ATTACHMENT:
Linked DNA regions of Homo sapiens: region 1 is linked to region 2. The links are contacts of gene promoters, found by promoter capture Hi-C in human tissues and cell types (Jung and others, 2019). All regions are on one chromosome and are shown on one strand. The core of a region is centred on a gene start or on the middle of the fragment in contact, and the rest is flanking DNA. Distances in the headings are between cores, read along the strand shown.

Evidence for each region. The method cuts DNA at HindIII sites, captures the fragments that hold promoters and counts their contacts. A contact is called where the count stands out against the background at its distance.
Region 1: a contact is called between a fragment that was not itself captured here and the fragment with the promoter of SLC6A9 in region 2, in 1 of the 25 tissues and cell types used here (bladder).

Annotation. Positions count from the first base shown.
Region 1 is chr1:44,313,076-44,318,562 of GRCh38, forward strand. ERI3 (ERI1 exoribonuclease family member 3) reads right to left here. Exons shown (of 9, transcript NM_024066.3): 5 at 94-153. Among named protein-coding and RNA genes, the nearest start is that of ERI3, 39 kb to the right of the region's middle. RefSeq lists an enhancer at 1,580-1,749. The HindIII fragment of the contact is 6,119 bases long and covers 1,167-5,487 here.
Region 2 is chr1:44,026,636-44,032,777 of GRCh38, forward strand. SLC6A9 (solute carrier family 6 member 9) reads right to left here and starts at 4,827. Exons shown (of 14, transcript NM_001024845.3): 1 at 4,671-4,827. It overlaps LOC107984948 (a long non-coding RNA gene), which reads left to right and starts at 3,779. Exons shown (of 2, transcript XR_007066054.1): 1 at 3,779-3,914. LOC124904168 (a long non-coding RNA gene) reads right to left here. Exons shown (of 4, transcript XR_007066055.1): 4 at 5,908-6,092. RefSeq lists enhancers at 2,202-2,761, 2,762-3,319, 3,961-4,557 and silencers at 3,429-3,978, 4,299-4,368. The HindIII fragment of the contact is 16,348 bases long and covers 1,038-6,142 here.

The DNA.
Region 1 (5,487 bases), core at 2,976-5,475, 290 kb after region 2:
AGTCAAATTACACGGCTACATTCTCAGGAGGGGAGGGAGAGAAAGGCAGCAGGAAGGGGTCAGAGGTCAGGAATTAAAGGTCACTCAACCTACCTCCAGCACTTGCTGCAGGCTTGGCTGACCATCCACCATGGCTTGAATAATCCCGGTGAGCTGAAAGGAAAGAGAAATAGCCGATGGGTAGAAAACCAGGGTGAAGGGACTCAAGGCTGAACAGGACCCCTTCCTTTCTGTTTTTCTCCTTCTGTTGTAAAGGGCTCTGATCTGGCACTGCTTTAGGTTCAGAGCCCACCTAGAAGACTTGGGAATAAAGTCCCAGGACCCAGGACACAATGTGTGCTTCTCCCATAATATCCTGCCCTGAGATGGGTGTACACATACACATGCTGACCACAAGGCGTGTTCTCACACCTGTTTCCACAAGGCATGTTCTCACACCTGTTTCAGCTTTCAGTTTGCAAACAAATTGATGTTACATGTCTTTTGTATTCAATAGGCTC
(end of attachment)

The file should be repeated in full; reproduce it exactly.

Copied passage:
Linked DNA regions of Homo sapiens: region 1 is linked to region 2. The links are contacts of gene promoters, found by promoter capture Hi-C in human tissues and cell types (Jung and others, 2019). All regions are on one chromosome and are shown on one strand. The core of a region is centred on a gene start or on the middle of the fragment in contact, and the rest is flanking DNA. Distances in the headings are between cores, read along the strand shown.

Evidence for each region. The method cuts DNA at HindIII sites, captures the fragments that hold promoters and counts their contacts. A contact is called where the count stands out against the background at its distance.
Region 1: a contact is called between a fragment that was not itself captured here and the fragment with the promoter of SLC6A9 in region 2, in 1 of the 25 tissues and cell types used here (bladder).

Annotation. Positions count from the first base shown.
Region 1 is chr1:44,313,076-44,318,562 of GRCh38, forward strand. ERI3 (ERI1 exoribonuclease family member 3) reads right to left here. Exons shown (of 9, transcript NM_024066.3): 5 at 94-153. Among named protein-coding and RNA genes, the nearest start is that of ERI3, 39 kb to the right of the region's middle. RefSeq lists an enhancer at 1,580-1,749. The HindIII fragment of the contact is 6,119 bases long and covers 1,167-5,487 here.
Region 2 is chr1:44,026,636-44,032,777 of GRCh38, forward strand. SLC6A9 (solute carrier family 6 member 9) reads right to left here and starts at 4,827. Exons shown (of 14, transcript NM_001024845.3): 1 at 4,671-4,827. It overlaps LOC107984948 (a long non-coding RNA gene), which reads left to right and starts at 3,779. Exons shown (of 2, transcript XR_007066054.1): 1 at 3,779-3,914. LOC124904168 (a long non-coding RNA gene) reads right to left here. Exons shown (of 4, transcript XR_007066055.1): 4 at 5,908-6,092. RefSeq lists enhancers at 2,202-2,761, 2,762-3,319, 3,961-4,557 and silencers at 3,429-3,978, 4,299-4,368. The HindIII fragment of the contact is 16,348 bases long and covers 1,038-6,142 here.

The DNA.
Region 1 (5,487 bases), core at 2,976-5,475, 290 kb after region 2:
AGTCAAATTACACGGCTACATTCTCAGGAGGGGAGGGAGAGAAAGGCAGCAGGAAGGGGTCAGAGGTCAGGAATTAAAGGTCACTCAACCTACCTCCAGCACTTGCTGCAGGCTTGGCTGACCATCCACCATGGCTTGAATAATCCCGGTGAGCTGAAAGGAAAGAGAAATAGCCGATGGGTAGAAAACCAGGGTGAAGGGACTCAAGGCTGAACAGGACCCCTTCCTTTCTGTTTTTCTCCTTCTGTTGTAAAGGGCTCTGATCTGGCACTGCTTTAGGTTCAGAGCCCACCTAGAAGACTTGGGAATAAAGTCCCAGGACCCAGGACACAATGTGTGCTTCTCCCATAATATCCTGCCCTGAGATGGGTGTACACATACACATGCTGACCACAAGGCGTGTTCTCACACCTGTTTCCACAAGGCATGTTCTCACACCTGTTTCAGCTTTCAGTTTGCAAACAAATTGATGTTACATGTCTTTTGTATTCAATAGGCTC